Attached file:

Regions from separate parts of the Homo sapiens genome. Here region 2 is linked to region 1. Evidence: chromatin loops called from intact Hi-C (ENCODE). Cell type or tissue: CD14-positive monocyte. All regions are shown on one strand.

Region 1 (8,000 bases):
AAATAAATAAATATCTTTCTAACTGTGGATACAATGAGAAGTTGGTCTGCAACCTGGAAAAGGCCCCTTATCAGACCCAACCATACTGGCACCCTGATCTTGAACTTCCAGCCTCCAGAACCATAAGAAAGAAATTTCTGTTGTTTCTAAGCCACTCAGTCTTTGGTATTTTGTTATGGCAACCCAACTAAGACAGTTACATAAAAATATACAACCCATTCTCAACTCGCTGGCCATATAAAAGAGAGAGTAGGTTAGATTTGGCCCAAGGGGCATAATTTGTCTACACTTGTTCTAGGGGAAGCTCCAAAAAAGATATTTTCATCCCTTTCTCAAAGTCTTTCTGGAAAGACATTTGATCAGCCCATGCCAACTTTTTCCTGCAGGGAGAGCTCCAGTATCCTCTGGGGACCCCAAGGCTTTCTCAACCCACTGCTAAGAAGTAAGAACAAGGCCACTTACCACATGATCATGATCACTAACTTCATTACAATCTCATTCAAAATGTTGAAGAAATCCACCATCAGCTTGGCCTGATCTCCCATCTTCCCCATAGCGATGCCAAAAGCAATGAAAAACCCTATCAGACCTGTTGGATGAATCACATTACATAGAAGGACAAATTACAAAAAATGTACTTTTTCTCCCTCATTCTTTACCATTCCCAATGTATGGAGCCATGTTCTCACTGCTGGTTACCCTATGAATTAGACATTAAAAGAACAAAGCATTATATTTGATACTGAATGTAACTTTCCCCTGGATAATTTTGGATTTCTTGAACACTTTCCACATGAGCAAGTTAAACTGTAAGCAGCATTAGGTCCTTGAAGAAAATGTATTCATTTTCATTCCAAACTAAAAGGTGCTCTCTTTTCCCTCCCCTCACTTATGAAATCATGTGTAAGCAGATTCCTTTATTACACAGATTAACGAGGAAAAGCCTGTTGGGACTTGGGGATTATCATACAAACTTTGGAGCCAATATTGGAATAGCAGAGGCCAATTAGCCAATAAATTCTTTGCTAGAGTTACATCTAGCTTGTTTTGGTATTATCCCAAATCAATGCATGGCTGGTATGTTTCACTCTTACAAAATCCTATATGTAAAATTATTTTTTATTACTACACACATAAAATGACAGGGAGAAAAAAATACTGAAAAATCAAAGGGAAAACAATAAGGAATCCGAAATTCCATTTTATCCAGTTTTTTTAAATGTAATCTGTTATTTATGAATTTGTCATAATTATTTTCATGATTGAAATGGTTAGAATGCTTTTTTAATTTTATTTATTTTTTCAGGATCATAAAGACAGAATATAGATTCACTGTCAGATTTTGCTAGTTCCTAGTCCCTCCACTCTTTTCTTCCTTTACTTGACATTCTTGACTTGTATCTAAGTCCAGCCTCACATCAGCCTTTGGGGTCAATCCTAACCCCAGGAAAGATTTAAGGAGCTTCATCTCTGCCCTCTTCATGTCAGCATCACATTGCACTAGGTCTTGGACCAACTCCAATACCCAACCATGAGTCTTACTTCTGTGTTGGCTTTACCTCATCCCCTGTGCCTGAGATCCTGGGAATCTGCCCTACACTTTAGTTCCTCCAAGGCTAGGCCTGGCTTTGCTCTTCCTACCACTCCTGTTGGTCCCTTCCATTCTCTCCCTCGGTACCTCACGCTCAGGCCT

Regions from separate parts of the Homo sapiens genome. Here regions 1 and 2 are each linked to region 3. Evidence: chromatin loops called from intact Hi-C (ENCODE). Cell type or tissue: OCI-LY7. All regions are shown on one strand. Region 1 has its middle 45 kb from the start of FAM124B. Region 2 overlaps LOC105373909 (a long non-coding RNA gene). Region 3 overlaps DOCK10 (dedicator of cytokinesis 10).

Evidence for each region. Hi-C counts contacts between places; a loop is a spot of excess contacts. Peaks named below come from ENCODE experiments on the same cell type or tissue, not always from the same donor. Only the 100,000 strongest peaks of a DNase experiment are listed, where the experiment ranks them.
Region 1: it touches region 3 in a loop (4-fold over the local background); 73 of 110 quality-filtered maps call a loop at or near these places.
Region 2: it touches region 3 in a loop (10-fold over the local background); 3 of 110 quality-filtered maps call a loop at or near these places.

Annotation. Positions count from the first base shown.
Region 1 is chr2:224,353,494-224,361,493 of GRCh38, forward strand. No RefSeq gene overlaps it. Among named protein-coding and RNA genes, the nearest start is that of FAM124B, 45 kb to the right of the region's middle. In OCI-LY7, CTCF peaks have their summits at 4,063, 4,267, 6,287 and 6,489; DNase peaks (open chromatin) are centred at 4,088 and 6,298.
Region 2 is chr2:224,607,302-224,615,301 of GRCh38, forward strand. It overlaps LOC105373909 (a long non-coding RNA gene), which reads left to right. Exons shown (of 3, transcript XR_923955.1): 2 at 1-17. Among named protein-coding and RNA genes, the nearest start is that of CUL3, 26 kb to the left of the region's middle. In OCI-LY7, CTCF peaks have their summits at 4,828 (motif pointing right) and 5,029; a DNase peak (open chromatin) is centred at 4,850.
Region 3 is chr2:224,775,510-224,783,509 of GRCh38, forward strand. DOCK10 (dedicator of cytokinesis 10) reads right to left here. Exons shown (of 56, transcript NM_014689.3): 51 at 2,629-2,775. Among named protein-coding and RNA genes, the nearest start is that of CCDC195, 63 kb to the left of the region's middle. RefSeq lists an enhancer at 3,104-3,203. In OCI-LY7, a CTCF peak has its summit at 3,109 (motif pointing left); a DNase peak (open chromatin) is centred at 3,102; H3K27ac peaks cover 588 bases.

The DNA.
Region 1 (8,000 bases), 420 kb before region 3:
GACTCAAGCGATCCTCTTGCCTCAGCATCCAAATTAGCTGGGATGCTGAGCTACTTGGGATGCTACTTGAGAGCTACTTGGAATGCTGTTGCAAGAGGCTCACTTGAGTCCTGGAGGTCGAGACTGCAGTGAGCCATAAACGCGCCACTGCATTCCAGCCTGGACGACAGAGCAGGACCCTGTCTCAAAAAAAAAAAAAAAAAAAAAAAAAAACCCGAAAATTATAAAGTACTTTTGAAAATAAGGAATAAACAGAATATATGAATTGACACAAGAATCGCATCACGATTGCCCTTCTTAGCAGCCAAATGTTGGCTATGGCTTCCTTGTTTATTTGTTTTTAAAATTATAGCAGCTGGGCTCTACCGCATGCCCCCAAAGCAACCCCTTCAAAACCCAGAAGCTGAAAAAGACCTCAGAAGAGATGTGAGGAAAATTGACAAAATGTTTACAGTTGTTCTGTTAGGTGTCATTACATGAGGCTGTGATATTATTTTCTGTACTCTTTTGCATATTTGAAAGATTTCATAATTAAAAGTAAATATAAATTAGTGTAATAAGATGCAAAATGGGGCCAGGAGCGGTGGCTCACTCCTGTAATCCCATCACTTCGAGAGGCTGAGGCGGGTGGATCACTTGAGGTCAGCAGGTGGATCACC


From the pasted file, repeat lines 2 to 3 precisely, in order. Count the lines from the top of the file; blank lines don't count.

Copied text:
Region 1 (8,000 bases):
AAATAAATAAATATCTTTCTAACTGTGGATACAATGAGAAGTTGGTCTGCAACCTGGAAAAGGCCCCTTATCAGACCCAACCATACTGGCACCCTGATCTTGAACTTCCAGCCTCCAGAACCATAAGAAAGAAATTTCTGTTGTTTCTAAGCCACTCAGTCTTTGGTATTTTGTTATGGCAACCCAACTAAGACAGTTACATAAAAATATACAACCCATTCTCAACTCGCTGGCCATATAAAAGAGAGAGTAGGTTAGATTTGGCCCAAGGGGCATAATTTGTCTACACTTGTTCTAGGGGAAGCTCCAAAAAAGATATTTTCATCCCTTTCTCAAAGTCTTTCTGGAAAGACATTTGATCAGCCCATGCCAACTTTTTCCTGCAGGGAGAGCTCCAGTATCCTCTGGGGACCCCAAGGCTTTCTCAACCCACTGCTAAGAAGTAAGAACAAGGCCACTTACCACATGATCATGATCACTAACTTCATTACAATCTCATTCAAAATGTTGAAGAAATCCACCATCAGCTTGGCCTGATCTCCCATCTTCCCCATAGCGATGCCAAAAGCAATGAAAAACCCTATCAGACCTGTTGGATGAATCACATTACATAGAAGGACAAATTACAAAAAATGTACTTTTTCTCCCTCATTCTTTACCATTCCCAATGTATGGAGCCATGTTCTCACTGCTGGTTACCCTATGAATTAGACATTAAAAGAACAAAGCATTATATTTGATACTGAATGTAACTTTCCCCTGGATAATTTTGGATTTCTTGAACACTTTCCACATGAGCAAGTTAAACTGTAAGCAGCATTAGGTCCTTGAAGAAAATGTATTCATTTTCATTCCAAACTAAAAGGTGCTCTCTTTTCCCTCCCCTCACTTATGAAATCATGTGTAAGCAGATTCCTTTATTACACAGATTAACGAGGAAAAGCCTGTTGGGACTTGGGGATTATCATACAAACTTTGGAGCCAATATTGGAATAGCAGAGGCCAATTAGCCAATAAATTCTTTGCTAGAGTTACATCTAGCTTGTTTTGGTATTATCCCAAATCAATGCATGGCTGGTATGTTTCACTCTTACAAAATCCTATATGTAAAATTATTTTTTATTACTACACACATAAAATGACAGGGAGAAAAAAATACTGAAAAATCAAAGGGAAAACAATAAGGAATCCGAAATTCCATTTTATCCAGTTTTTTTAAATGTAATCTGTTATTTATGAATTTGTCATAATTATTTTCATGATTGAAATGGTTAGAATGCTTTTTTAATTTTATTTATTTTTTCAGGATCATAAAGACAGAATATAGATTCACTGTCAGATTTTGCTAGTTCCTAGTCCCTCCACTCTTTTCTTCCTTTACTTGACATTCTTGACTTGTATCTAAGTCCAGCCTCACATCAGCCTTTGGGGTCAATCCTAACCCCAGGAAAGATTTAAGGAGCTTCATCTCTGCCCTCTTCATGTCAGCATCACATTGCACTAGGTCTTGGACCAACTCCAATACCCAACCATGAGTCTTACTTCTGTGTTGGCTTTACCTCATCCCCTGTGCCTGAGATCCTGGGAATCTGCCCTACACTTTAGTTCCTCCAAGGCTAGGCCTGGCTTTGCTCTTCCTACCACTCCTGTTGGTCCCTTCCATTCTCTCCCTCGGTACCTCACGCTCAGGCCT